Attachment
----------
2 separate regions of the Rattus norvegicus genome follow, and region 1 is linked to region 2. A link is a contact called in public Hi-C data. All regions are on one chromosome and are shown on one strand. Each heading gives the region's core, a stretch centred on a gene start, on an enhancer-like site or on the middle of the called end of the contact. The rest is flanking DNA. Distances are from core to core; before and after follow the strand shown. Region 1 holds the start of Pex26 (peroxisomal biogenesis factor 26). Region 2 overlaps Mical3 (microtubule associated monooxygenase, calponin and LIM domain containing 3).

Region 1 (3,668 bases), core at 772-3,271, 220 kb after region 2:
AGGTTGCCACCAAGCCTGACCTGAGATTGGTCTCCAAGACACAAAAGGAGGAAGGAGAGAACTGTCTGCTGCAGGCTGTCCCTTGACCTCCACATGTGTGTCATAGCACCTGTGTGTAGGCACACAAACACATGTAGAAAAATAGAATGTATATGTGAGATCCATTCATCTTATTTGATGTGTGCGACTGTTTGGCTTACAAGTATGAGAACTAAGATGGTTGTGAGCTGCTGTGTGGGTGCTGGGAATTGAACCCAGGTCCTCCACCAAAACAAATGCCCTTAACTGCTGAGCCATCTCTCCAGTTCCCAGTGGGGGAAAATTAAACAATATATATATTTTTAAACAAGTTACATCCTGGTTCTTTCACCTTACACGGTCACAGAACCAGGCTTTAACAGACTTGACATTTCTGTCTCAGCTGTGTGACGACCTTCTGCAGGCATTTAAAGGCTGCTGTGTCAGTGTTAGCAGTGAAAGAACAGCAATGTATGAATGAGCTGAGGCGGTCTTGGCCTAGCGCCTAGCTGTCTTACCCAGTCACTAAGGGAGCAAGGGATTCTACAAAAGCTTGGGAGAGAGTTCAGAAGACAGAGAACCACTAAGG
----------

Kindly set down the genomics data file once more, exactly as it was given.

2 separate regions of the Rattus norvegicus genome follow, and region 1 is linked to region 2. A link is a contact called in public Hi-C data. All regions are on one chromosome and are shown on one strand. Each heading gives the region's core, a stretch centred on a gene start, on an enhancer-like site or on the middle of the called end of the contact. The rest is flanking DNA. Distances are from core to core; before and after follow the strand shown. Region 1 holds the start of Pex26 (peroxisomal biogenesis factor 26). Region 2 overlaps Mical3 (microtubule associated monooxygenase, calponin and LIM domain containing 3).

Region 1 (3,668 bases), core at 772-3,271, 220 kb after region 2:
AGGTTGCCACCAAGCCTGACCTGAGATTGGTCTCCAAGACACAAAAGGAGGAAGGAGAGAACTGTCTGCTGCAGGCTGTCCCTTGACCTCCACATGTGTGTCATAGCACCTGTGTGTAGGCACACAAACACATGTAGAAAAATAGAATGTATATGTGAGATCCATTCATCTTATTTGATGTGTGCGACTGTTTGGCTTACAAGTATGAGAACTAAGATGGTTGTGAGCTGCTGTGTGGGTGCTGGGAATTGAACCCAGGTCCTCCACCAAAACAAATGCCCTTAACTGCTGAGCCATCTCTCCAGTTCCCAGTGGGGGAAAATTAAACAATATATATATTTTTAAACAAGTTACATCCTGGTTCTTTCACCTTACACGGTCACAGAACCAGGCTTTAACAGACTTGACATTTCTGTCTCAGCTGTGTGACGACCTTCTGCAGGCATTTAAAGGCTGCTGTGTCAGTGTTAGCAGTGAAAGAACAGCAATGTATGAATGAGCTGAGGCGGTCTTGGCCTAGCGCCTAGCTGTCTTACCCAGTCACTAAGGGAGCAAGGGATTCTACAAAAGCTTGGGAGAGAGTTCAGAAGACAGAGAACCACTAAGG